Cross-pollination begins in the home

I’m not a great self-promoter.

If you visit here regularly, you probably know this. If you’ve never been here before, see above.

I bet most people who stop here don’t even know I have another blog. Yeah, it’s mentioned in the sidebar, but sidebars are the last refuge of people who are not great self-promoters.

To take it to center stage for a minute, I have another blog: scottnagele.com. On that blog, I write about . . . well . . . writing. I know it sounds like a real hoot, but give it a chance. I mean, some people make good livings marketing online videos of themselves playing video games. It has to be better than that. Right?

Good bloggers with multiple blogs cross-pollinate their readership. I’ve never been disciplined about that, which goes a long way toward explaining my opening sentence. I’m giving it a try. Let’s see how it goes.

One of my favorite things to do over at that other place is to post flash fiction. (Read more flash fiction from scottnagele.com.) In the spirit of cross-pollination, I will blatantly plagiarize a short-short from my other blog below. I hope I don’t get sued. I’m definitely suing.

What’s in Your Wallet?

I asked the nurse to hand me my wallet. She fumbled it a little and a condom fell out. She kept a straight face, discretely picking it up and setting in on my blanket. Then she left the room, not wanting to burst out laughing in front of me.

Rocky, my roommate, grinned at me from his bed. He was 50 years older than me, with his scraggly beard and glassy eyes.

“Sorry about that,” I said.

Rocky chuckled. “I understand. I was a young buck once. You a college boy?”

“Yeah.”

“I never went to college, but I did have my fun.” He nodded at an inevitable transition. “Then I got married. Margie and me was married 40 years, and I liked that a whole hell of lot better than carrying one of them things in my wallet.” He gestured toward the condom I struggled to stuff back into its home.

“40 years? That’s awesome!” It seemed like the right thing to say.

“It was.” He sighed. “Except for the last few. She got Alzheimer’s. I carried her license in my wallet ‘cause she’d lose it otherwise. She’d lose anything you gave her.” He shook his head. “Then she’d snip at me about it. Finally I said, ‘Margie if this next 40 years don’t go no better, I’m calling it quits.’ That was the last joke I told her.” He frowned. “Not a very good joke.”

“I’m sorry.” I didn’t know what else to say.

“She passed almost two years ago.”

I didn’t want to say sorry again. “Do you still keep her license in your wallet?”

“No. I couldn’t look at it every time. It only reminded me of the past. But I guess she told the last joke. After all that time wedged in that little sleeve, it left a faint impression of her picture on the plastic, like a ghost staring up at me.”

“Did you get a new wallet?”

“Oh no. I don’t mind the ghost. It doesn’t give me bad memories; it says she’s still with me. And being how I already invested 40 years, I guess I’ll keep her.” He turned his wet eyes toward the window and spoke at the sky. “Yup, I guess I’ll keep her.”

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The blog days of August

The blogging world slows down in the summer. Some bloggers take a vacation. Some try to rediscover the real world. I, on the other hand, have just been slacking. It’s not my fault though. I blame society, because society is convenient to blame for everything, with its constant breakdowns. But mostly I blame this intellectually stifling season called summer.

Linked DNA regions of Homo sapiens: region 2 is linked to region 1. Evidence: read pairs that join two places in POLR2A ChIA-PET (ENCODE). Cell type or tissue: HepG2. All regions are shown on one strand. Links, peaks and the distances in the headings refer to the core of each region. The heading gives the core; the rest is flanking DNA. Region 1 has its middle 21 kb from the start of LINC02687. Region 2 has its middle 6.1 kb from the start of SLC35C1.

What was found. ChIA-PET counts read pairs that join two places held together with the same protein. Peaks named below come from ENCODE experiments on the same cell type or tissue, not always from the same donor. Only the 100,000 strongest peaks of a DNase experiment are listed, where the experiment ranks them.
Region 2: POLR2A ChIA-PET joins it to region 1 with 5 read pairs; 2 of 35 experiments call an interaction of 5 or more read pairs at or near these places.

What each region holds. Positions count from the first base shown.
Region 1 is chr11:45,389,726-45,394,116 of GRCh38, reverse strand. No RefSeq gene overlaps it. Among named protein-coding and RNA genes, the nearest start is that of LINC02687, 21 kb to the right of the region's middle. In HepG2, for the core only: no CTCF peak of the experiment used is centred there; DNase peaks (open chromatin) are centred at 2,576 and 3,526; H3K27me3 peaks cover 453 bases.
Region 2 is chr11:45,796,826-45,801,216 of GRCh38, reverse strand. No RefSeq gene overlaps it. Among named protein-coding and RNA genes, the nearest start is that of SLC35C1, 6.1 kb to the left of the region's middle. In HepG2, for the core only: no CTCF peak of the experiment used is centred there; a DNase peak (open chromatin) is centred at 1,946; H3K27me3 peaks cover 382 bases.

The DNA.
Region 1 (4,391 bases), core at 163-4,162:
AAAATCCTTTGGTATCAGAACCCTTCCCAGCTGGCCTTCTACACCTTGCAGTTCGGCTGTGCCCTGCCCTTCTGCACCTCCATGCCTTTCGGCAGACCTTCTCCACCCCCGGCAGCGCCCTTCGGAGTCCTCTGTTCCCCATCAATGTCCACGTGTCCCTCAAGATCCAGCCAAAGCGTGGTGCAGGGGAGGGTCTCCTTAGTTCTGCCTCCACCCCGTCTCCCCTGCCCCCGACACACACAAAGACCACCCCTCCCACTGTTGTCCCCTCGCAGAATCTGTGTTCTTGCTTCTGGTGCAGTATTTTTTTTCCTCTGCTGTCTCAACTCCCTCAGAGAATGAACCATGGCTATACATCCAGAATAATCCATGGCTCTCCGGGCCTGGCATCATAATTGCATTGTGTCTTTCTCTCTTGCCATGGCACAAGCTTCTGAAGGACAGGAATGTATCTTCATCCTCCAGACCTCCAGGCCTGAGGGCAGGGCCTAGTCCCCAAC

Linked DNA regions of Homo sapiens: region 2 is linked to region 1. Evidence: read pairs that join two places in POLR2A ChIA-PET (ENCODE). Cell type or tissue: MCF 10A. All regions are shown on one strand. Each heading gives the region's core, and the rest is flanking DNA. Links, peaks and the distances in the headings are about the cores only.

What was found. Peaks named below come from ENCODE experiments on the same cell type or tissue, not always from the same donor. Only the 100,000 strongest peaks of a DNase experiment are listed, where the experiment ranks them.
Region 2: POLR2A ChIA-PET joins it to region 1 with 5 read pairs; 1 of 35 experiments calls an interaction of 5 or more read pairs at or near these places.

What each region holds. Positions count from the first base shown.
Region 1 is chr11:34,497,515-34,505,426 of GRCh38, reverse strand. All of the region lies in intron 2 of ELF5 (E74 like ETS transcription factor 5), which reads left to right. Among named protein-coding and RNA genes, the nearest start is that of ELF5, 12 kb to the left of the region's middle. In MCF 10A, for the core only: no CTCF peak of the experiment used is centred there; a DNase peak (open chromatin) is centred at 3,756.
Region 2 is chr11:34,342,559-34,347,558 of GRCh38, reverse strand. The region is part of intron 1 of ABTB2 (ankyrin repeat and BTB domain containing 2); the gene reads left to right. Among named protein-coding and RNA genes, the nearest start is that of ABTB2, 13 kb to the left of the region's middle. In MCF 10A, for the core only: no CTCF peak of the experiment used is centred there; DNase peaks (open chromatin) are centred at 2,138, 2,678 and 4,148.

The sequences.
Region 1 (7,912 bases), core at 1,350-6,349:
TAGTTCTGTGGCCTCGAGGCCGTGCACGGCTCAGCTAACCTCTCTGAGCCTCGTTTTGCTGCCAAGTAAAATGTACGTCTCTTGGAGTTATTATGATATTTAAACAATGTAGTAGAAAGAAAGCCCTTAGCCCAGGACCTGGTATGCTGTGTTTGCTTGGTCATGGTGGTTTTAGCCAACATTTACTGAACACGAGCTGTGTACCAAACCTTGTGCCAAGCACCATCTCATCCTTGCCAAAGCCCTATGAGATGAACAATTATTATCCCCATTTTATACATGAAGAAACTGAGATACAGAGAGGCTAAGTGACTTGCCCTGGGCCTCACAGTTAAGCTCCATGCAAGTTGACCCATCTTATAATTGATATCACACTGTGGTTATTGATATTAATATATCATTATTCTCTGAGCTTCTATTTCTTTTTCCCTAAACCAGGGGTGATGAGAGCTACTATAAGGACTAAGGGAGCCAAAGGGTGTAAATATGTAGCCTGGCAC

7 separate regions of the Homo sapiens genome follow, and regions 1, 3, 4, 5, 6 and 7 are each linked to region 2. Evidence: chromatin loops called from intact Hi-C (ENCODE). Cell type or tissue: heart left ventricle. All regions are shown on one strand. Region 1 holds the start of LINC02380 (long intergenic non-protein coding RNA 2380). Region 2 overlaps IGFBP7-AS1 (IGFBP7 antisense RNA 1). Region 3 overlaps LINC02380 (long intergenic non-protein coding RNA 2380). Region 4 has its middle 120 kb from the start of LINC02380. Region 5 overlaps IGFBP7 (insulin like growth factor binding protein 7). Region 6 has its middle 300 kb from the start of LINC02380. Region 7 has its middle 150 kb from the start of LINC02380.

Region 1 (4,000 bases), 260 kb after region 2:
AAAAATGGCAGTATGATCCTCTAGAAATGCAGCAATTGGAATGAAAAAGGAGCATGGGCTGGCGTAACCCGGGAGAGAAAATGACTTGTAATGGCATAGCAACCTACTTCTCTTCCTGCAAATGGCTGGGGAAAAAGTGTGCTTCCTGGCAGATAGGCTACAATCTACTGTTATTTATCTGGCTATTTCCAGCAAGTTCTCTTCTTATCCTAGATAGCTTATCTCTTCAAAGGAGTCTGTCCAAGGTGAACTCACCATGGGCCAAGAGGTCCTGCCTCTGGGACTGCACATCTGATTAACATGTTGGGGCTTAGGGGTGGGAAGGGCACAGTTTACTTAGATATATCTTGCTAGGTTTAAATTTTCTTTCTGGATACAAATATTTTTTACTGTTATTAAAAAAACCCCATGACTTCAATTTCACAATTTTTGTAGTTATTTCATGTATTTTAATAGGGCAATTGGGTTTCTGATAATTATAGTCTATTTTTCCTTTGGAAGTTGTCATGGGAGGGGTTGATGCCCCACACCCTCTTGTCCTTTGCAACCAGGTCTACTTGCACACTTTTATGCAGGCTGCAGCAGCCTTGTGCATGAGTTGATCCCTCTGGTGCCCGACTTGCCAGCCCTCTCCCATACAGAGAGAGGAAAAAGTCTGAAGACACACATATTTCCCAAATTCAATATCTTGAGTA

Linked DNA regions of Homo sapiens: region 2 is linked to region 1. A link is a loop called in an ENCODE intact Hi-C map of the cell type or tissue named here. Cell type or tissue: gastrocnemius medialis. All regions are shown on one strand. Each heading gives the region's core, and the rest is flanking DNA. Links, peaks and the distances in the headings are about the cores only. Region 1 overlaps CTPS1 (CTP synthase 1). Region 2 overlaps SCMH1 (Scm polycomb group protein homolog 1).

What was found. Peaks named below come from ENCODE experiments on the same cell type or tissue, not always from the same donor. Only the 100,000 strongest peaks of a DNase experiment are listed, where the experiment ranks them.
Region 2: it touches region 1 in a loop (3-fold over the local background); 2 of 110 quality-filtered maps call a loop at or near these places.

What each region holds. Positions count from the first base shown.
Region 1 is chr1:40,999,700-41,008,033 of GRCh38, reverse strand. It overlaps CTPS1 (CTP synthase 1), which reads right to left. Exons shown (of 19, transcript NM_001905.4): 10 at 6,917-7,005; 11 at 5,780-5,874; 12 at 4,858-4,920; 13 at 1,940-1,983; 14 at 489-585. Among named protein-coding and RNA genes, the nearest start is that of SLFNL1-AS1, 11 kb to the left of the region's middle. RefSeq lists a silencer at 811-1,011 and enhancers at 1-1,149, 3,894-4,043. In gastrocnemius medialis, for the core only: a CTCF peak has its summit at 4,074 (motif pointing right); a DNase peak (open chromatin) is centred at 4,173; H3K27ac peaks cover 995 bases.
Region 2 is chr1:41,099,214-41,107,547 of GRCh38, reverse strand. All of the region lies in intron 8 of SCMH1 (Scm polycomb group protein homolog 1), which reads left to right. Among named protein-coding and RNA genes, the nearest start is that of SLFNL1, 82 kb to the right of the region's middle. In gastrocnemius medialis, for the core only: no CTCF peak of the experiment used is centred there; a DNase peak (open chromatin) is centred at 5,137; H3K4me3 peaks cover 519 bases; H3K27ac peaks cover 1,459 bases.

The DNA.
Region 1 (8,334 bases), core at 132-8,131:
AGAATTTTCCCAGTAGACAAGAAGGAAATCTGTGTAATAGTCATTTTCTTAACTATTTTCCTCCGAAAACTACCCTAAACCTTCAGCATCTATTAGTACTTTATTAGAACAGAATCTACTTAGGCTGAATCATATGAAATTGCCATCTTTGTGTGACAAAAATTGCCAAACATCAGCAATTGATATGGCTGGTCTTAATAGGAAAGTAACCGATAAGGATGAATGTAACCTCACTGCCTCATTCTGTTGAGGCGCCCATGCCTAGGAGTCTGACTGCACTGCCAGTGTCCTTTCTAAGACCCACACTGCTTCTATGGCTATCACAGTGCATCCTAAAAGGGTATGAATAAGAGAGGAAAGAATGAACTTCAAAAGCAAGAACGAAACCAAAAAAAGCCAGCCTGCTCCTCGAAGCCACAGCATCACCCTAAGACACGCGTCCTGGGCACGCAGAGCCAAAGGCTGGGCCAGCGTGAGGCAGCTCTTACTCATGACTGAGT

It’s harder to get motivated to write in summer.

First of all, it tends to get hot and it’s harder to think when you’re hot. My best ideas leak out through my sweat glands in summer. Then, all I’m left with are horrible images of an old man perspiring. When the humidity hits, I start thinking again. I start thinking about the mechanics of breathing. I start thinking about how sweating like a pig is supposed to cool a body down. Lying science!

I can't do my work.

I can’t do my work.

The boys want to be outside, running around like maniacs who laugh in the face of the heat index, instead of staying cooped up in the house where I can easily hear and see the funny things they say and do. They become totally selfish and don’t care at all about their responsibility to give me good blog material.

Since between one and two of the children are too young to be outside, running around like unsupervised maniacs, I find myself always outside running around like a supervising maniac, preventing kids from changing neighborhoods like the wind. I can’t type while jogging, let alone at a full sprint. We might be outside until dark, which is practically tomorrow in summer.

As Captain Oates famously said, "I am just going outside and may be some time." It should be noted that Capt. Oates was never seen again, and it wasn't even hot weather.

As Captain Oates famously said, “I am just going outside and may be some time.” It should be noted that Capt. Oates was never seen again, and it wasn’t even hot weather.

Then they want to stay up late, because, hey, there’s no school in the morning and it’s still kind of light outside. This leaves me hardly any time at all for a muse-provoking scotch on the rocks, because, hey, there is work in the morning and it’s going to take me two hours to fall asleep in this heat. Kids tend to supply zero writing prompts when they are standing between you and a quiet nightcap.

This makes me grumpy. When you are hot, sticky, and grumpy, it is the perfect time to write – if you are due to fire off another angry letter to the electric company. When you are grumpy, you tend to lash out at people, which is just what the utilities need and expect. Unfortunately, utilities probably make up a minority of your blog audience. So you should probably just go to bed and stew in your own juices until you fall asleep, as figuratively as you can manage.